When one particular product out of many like products has a flaw that makes it unreasonably dangerous, it is said to have a manufacturing defect. For example, if one particular toy from an assembly line of identical toys has an unexpected flaw, such as a loose part making it unreasonably dangerous for children, this is a manufacturing defect.

  • Design Defect
    If the actual design of a product makes it unreasonably dangerous, then every product with that design is defective. For example, the poor design of the Ford Pinto is what made it defective, and because the design was common to all Pintos, they were all defective in design. Applied to firearms litigation, plaintiffs allege that because the design of the gun manufacturers' products did not incorporate available and inexpensive safety features to prevent their use by unauthorized users, the products are therefore defective because they are unreasonably dangerous to the consumer.

  • Information Defect/Failure to Warn
    A defendant may be liable for not adequately warning of a product's risk if that risk was known or knowable in light of the best scientific knowledge available at the time of the manufacture. The plaintiffs in the municipal firearms lawsuits argue that the high risk of injuries that might result from the fact that no indicator warns the user if there is a bullet in the chamber of a gun, and that guns can fire even when their magazines are removed, is well-known. They argue that because the gun industry does not adequately warn of this known risk, they should be held liable for failing to warn consumers.

Public Nuisance
Conduct becomes a public nuisance when it substantially interferes with public health, safety, or convenience. In regard to the gun industry lawsuits, some cities are claiming that the gun industry has saturated metropolitan areas with firearms allowing for their use by unauthorized users, resulting in violent crimes and accidents that undermine the public health.

Punitive Damages
This term refers to damages awarded to a plaintiff over and above compensatory damages, designed to punish the defendant for particularly outrageous and malicious conduct, and to serve as a deterrent to others.

An arrangement by which parties in dispute come to an agreement, usually involving some type of compromise exchange of valued things. Over 90% of all lawsuits are settled out of court before a trial ever takes place.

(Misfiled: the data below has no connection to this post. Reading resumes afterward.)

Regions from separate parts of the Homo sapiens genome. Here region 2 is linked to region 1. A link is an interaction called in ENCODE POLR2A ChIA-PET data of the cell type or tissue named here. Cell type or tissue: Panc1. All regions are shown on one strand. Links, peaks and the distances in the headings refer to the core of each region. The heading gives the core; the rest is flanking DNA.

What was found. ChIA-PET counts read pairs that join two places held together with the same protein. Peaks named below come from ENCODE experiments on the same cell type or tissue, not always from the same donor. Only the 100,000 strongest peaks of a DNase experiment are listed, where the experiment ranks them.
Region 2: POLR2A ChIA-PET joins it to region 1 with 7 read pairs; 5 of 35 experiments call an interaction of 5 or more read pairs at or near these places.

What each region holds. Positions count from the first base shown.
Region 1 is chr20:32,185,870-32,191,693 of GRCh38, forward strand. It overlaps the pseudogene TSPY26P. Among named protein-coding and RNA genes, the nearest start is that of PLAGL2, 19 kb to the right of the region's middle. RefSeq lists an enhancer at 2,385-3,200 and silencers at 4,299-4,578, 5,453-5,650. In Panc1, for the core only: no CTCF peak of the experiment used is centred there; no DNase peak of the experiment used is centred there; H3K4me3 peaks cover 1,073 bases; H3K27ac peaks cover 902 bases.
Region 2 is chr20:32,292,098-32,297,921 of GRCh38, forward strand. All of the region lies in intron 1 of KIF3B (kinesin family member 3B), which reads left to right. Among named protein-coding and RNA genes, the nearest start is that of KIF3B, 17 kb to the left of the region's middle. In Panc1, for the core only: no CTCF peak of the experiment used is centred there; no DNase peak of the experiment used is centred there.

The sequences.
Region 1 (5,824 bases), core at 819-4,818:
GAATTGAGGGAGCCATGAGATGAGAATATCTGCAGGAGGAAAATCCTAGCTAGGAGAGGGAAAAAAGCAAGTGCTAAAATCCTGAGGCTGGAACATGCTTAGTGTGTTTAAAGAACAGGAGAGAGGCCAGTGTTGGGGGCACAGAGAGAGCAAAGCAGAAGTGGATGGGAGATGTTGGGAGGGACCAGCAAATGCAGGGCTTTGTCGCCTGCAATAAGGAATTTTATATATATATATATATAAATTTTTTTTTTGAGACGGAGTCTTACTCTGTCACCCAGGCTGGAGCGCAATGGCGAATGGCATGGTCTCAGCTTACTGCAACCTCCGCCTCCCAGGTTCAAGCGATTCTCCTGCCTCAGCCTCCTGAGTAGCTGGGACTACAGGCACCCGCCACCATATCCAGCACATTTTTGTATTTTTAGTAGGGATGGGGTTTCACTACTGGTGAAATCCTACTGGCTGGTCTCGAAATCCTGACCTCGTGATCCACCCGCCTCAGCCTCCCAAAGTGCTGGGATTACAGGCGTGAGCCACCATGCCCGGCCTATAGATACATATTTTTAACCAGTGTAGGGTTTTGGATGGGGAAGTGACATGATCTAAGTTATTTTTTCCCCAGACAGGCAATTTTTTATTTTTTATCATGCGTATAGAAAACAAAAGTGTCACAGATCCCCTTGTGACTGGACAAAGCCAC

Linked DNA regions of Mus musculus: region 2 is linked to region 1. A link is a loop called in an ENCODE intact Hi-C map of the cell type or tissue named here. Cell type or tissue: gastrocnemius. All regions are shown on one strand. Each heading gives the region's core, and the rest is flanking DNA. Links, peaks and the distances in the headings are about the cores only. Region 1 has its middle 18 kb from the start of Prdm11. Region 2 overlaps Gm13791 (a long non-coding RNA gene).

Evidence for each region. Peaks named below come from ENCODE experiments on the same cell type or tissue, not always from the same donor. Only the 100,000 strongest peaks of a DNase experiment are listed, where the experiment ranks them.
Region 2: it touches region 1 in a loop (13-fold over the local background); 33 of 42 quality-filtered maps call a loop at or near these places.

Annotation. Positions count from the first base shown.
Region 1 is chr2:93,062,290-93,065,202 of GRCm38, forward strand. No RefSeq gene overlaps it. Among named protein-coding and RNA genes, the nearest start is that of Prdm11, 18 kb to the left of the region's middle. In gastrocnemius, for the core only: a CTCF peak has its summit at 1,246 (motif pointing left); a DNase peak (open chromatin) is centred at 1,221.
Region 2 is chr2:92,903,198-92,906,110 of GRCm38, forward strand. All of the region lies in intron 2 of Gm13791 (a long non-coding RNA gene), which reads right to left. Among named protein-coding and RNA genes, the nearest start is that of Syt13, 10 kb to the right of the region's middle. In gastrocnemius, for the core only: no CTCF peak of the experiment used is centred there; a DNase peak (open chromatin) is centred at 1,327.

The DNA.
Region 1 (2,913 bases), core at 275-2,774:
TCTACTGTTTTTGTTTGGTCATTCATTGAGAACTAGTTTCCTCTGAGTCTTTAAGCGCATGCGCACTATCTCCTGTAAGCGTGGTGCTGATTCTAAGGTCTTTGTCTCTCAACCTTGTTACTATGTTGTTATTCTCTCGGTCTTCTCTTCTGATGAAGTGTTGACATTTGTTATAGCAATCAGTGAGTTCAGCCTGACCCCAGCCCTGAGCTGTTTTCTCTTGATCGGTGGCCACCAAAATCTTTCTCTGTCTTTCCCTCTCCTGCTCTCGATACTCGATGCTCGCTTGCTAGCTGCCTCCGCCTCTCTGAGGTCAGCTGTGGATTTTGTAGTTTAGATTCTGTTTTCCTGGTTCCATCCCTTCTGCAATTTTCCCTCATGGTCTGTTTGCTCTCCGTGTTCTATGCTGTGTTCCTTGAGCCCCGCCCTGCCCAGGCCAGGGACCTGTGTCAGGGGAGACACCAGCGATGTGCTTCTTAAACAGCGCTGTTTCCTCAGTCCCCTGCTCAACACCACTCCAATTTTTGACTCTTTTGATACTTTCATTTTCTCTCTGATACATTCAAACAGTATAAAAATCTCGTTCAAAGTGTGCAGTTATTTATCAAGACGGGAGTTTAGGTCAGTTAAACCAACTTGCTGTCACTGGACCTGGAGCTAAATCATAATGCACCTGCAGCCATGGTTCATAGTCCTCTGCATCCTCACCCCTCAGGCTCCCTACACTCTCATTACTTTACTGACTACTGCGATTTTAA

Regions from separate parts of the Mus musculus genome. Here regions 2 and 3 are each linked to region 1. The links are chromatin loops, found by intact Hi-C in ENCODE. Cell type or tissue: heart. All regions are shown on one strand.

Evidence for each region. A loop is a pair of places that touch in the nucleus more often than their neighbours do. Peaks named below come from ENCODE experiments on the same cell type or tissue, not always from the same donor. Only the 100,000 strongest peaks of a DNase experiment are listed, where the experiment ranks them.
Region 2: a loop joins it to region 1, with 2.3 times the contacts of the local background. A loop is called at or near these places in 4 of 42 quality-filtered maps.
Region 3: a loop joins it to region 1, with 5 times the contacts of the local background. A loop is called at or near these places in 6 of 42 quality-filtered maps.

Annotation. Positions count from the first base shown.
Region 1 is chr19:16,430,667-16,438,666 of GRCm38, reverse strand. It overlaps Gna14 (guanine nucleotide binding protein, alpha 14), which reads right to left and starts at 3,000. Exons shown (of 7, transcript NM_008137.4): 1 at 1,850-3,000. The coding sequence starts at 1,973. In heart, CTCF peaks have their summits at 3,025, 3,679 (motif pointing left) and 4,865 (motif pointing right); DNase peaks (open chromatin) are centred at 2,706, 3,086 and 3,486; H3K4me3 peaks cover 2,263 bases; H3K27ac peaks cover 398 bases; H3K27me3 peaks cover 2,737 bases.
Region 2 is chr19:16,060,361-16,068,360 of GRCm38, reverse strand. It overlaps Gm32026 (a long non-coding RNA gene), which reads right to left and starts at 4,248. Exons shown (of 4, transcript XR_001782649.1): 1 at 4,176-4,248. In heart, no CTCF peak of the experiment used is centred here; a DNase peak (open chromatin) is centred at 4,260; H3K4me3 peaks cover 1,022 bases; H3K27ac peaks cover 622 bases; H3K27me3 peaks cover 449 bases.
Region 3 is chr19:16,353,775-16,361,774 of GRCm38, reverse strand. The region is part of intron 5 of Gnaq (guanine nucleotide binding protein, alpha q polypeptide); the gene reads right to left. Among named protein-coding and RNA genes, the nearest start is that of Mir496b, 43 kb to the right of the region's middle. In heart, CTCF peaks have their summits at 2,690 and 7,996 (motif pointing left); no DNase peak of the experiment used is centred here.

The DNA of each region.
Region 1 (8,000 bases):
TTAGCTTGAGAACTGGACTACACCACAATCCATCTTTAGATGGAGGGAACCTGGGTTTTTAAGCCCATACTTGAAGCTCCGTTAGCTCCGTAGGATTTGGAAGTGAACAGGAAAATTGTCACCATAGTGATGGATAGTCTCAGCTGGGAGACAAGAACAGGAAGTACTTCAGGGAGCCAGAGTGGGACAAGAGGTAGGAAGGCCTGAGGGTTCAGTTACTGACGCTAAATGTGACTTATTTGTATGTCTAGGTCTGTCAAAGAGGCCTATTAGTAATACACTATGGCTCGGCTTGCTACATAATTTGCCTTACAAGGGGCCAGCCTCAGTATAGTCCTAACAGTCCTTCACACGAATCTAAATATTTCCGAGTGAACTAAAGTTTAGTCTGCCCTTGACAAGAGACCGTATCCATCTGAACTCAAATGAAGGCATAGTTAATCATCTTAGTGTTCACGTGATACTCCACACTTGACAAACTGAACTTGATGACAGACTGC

Straw Purchases
This term refers to situations in which authorized firearms purchasers, those capable of passing background checks, buy firearms for unauthorized purchasers.

Summary Judgment
In a civil action, any party may make this procedural motion, after the Discovery phase, to dispose of the suit before trial has begun. If a defendant files a summary judgment motion, that essentially means that, given all of the facts, the defendant believes that the plaintiff's case is too weak to go to trial, and the suit should be thrown out.

Unfair Business/Trade Practices
Refers to generally dishonest or fraudulent business practices that result in injury to the consumer. Applied to the gun industry lawsuits, some cities argue that the gun industry should be liable for unfair business practices because it deceived and made misrepresentations to the public through the marketing and advertisement of its products.

Unjust Enrichment
The general principle of unjust enrichment is that one person should not be able unjustly to enrich himself at the expense of another. Those cities that argue that the gun industry has unjustly enriched itself at the expense of their communities base this claim on the negative effects gun violence has had upon their emergency medical services, police services, public health resources, etc. They basically assert that because the gun industry has been making money off of the sale of its products while communities have suffered in terms of both physical injuries and public health costs, it is time for the industry to pay restitution to the cities.